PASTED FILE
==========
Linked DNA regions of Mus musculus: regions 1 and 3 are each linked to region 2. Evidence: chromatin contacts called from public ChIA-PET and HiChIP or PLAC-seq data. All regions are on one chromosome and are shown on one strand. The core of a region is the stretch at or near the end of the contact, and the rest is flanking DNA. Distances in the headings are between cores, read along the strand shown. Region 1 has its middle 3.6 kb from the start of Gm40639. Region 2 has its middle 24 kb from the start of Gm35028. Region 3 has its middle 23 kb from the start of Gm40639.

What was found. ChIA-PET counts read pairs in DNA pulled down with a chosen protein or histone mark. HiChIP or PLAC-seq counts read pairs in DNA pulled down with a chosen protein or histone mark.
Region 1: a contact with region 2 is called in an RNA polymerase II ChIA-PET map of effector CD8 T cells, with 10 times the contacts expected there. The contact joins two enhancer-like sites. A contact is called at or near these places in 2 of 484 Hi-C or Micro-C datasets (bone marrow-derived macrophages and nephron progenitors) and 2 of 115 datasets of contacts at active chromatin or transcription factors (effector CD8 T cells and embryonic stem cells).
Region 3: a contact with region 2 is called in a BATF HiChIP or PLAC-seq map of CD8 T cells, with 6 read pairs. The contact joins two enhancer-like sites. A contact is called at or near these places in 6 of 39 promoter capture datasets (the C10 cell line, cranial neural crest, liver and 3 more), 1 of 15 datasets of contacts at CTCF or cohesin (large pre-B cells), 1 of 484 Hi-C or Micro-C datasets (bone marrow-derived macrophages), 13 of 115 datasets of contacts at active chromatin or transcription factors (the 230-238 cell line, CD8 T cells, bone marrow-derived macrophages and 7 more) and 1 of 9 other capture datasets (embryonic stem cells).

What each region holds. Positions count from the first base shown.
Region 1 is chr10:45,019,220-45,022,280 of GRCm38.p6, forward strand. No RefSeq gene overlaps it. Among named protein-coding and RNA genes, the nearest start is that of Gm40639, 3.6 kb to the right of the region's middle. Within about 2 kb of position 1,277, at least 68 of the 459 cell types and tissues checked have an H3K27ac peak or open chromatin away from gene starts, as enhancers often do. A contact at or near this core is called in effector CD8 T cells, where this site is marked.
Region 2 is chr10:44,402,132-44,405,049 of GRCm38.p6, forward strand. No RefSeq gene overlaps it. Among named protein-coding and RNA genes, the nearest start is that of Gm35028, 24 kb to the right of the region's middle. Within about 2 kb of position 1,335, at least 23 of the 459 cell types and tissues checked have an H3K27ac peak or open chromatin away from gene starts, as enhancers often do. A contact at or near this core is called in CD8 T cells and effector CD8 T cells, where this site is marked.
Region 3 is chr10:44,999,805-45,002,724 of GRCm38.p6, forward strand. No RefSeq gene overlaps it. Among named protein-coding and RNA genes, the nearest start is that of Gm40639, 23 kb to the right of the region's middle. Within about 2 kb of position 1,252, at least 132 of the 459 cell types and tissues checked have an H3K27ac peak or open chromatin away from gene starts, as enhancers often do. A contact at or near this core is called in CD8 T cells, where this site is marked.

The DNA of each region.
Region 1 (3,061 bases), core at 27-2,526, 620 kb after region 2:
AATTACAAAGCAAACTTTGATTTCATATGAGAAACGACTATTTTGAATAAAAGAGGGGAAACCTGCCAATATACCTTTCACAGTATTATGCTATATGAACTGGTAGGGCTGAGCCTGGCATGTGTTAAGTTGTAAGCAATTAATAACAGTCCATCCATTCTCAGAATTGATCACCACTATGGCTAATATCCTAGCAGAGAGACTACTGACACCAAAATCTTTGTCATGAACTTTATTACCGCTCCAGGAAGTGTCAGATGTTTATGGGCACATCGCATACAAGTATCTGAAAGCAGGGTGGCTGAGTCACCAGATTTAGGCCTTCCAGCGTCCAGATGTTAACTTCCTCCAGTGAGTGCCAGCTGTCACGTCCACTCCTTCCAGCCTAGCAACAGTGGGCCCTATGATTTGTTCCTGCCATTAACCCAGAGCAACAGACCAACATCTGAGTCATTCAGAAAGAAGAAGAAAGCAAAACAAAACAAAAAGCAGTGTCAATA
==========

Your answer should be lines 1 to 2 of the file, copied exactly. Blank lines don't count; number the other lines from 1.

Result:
Linked DNA regions of Mus musculus: regions 1 and 3 are each linked to region 2. Evidence: chromatin contacts called from public ChIA-PET and HiChIP or PLAC-seq data. All regions are on one chromosome and are shown on one strand. The core of a region is the stretch at or near the end of the contact, and the rest is flanking DNA. Distances in the headings are between cores, read along the strand shown. Region 1 has its middle 3.6 kb from the start of Gm40639. Region 2 has its middle 24 kb from the start of Gm35028. Region 3 has its middle 23 kb from the start of Gm40639.

What was found. ChIA-PET counts read pairs in DNA pulled down with a chosen protein or histone mark. HiChIP or PLAC-seq counts read pairs in DNA pulled down with a chosen protein or histone mark.